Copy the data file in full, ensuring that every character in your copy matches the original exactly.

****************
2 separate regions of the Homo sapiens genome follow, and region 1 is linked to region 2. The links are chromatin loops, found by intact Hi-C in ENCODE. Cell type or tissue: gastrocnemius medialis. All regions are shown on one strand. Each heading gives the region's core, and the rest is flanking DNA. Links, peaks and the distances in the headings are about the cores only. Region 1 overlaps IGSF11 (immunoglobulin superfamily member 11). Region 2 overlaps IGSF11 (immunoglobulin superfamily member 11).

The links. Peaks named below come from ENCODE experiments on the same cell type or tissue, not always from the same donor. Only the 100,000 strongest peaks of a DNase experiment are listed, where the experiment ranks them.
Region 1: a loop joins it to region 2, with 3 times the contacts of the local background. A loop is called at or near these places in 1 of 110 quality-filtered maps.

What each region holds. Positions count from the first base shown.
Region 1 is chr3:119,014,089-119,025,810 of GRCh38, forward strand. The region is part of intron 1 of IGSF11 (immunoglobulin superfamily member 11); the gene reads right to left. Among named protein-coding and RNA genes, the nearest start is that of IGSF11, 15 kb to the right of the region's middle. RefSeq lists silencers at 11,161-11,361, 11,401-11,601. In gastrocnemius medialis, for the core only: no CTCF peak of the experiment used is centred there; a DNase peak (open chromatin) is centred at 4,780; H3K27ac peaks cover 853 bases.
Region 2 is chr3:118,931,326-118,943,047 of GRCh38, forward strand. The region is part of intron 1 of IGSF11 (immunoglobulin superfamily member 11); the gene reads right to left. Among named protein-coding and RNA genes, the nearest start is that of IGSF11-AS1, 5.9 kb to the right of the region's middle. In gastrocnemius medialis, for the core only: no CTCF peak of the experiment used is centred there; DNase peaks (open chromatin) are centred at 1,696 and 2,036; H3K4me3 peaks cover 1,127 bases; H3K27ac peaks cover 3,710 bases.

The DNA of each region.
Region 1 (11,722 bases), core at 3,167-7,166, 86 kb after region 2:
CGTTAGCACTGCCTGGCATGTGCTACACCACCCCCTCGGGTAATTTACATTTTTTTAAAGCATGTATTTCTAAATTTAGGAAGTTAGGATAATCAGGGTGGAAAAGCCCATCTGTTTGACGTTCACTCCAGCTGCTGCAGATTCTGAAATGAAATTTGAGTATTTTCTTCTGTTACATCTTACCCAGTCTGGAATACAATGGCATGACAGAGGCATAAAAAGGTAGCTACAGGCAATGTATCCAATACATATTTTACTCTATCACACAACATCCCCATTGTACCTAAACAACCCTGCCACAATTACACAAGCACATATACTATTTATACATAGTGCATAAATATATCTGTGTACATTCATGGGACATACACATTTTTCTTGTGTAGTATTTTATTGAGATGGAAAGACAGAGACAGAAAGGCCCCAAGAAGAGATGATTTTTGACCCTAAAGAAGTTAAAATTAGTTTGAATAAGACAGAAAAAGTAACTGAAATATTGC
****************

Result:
2 separate regions of the Homo sapiens genome follow, and region 1 is linked to region 2. The links are chromatin loops, found by intact Hi-C in ENCODE. Cell type or tissue: gastrocnemius medialis. All regions are shown on one strand. Each heading gives the region's core, and the rest is flanking DNA. Links, peaks and the distances in the headings are about the cores only. Region 1 overlaps IGSF11 (immunoglobulin superfamily member 11). Region 2 overlaps IGSF11 (immunoglobulin superfamily member 11).

The links. Peaks named below come from ENCODE experiments on the same cell type or tissue, not always from the same donor. Only the 100,000 strongest peaks of a DNase experiment are listed, where the experiment ranks them.
Region 1: a loop joins it to region 2, with 3 times the contacts of the local background. A loop is called at or near these places in 1 of 110 quality-filtered maps.

What each region holds. Positions count from the first base shown.
Region 1 is chr3:119,014,089-119,025,810 of GRCh38, forward strand. The region is part of intron 1 of IGSF11 (immunoglobulin superfamily member 11); the gene reads right to left. Among named protein-coding and RNA genes, the nearest start is that of IGSF11, 15 kb to the right of the region's middle. RefSeq lists silencers at 11,161-11,361, 11,401-11,601. In gastrocnemius medialis, for the core only: no CTCF peak of the experiment used is centred there; a DNase peak (open chromatin) is centred at 4,780; H3K27ac peaks cover 853 bases.
Region 2 is chr3:118,931,326-118,943,047 of GRCh38, forward strand. The region is part of intron 1 of IGSF11 (immunoglobulin superfamily member 11); the gene reads right to left. Among named protein-coding and RNA genes, the nearest start is that of IGSF11-AS1, 5.9 kb to the right of the region's middle. In gastrocnemius medialis, for the core only: no CTCF peak of the experiment used is centred there; DNase peaks (open chromatin) are centred at 1,696 and 2,036; H3K4me3 peaks cover 1,127 bases; H3K27ac peaks cover 3,710 bases.

The DNA of each region.
Region 1 (11,722 bases), core at 3,167-7,166, 86 kb after region 2:
CGTTAGCACTGCCTGGCATGTGCTACACCACCCCCTCGGGTAATTTACATTTTTTTAAAGCATGTATTTCTAAATTTAGGAAGTTAGGATAATCAGGGTGGAAAAGCCCATCTGTTTGACGTTCACTCCAGCTGCTGCAGATTCTGAAATGAAATTTGAGTATTTTCTTCTGTTACATCTTACCCAGTCTGGAATACAATGGCATGACAGAGGCATAAAAAGGTAGCTACAGGCAATGTATCCAATACATATTTTACTCTATCACACAACATCCCCATTGTACCTAAACAACCCTGCCACAATTACACAAGCACATATACTATTTATACATAGTGCATAAATATATCTGTGTACATTCATGGGACATACACATTTTTCTTGTGTAGTATTTTATTGAGATGGAAAGACAGAGACAGAAAGGCCCCAAGAAGAGATGATTTTTGACCCTAAAGAAGTTAAAATTAGTTTGAATAAGACAGAAAAAGTAACTGAAATATTGC